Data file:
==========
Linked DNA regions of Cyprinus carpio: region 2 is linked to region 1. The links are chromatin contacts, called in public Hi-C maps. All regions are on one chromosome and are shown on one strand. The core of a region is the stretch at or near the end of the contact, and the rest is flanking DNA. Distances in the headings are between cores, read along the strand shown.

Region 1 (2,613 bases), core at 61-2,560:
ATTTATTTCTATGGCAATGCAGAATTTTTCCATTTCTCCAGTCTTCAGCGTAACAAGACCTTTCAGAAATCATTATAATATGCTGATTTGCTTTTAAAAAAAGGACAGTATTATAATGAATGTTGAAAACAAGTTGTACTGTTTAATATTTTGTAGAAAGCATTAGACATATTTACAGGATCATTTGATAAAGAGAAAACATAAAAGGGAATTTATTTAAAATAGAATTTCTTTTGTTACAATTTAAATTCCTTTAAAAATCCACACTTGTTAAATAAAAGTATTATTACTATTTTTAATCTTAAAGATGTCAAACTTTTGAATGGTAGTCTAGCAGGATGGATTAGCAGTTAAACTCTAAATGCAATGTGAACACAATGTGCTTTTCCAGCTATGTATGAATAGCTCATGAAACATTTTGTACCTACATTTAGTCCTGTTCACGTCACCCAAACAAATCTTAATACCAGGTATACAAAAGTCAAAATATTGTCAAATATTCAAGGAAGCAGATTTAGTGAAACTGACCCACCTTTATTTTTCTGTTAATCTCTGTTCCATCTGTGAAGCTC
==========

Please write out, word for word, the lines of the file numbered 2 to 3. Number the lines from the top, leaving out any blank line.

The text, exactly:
Region 1 (2,613 bases), core at 61-2,560:
ATTTATTTCTATGGCAATGCAGAATTTTTCCATTTCTCCAGTCTTCAGCGTAACAAGACCTTTCAGAAATCATTATAATATGCTGATTTGCTTTTAAAAAAAGGACAGTATTATAATGAATGTTGAAAACAAGTTGTACTGTTTAATATTTTGTAGAAAGCATTAGACATATTTACAGGATCATTTGATAAAGAGAAAACATAAAAGGGAATTTATTTAAAATAGAATTTCTTTTGTTACAATTTAAATTCCTTTAAAAATCCACACTTGTTAAATAAAAGTATTATTACTATTTTTAATCTTAAAGATGTCAAACTTTTGAATGGTAGTCTAGCAGGATGGATTAGCAGTTAAACTCTAAATGCAATGTGAACACAATGTGCTTTTCCAGCTATGTATGAATAGCTCATGAAACATTTTGTACCTACATTTAGTCCTGTTCACGTCACCCAAACAAATCTTAATACCAGGTATACAAAAGTCAAAATATTGTCAAATATTCAAGGAAGCAGATTTAGTGAAACTGACCCACCTTTATTTTTCTGTTAATCTCTGTTCCATCTGTGAAGCTC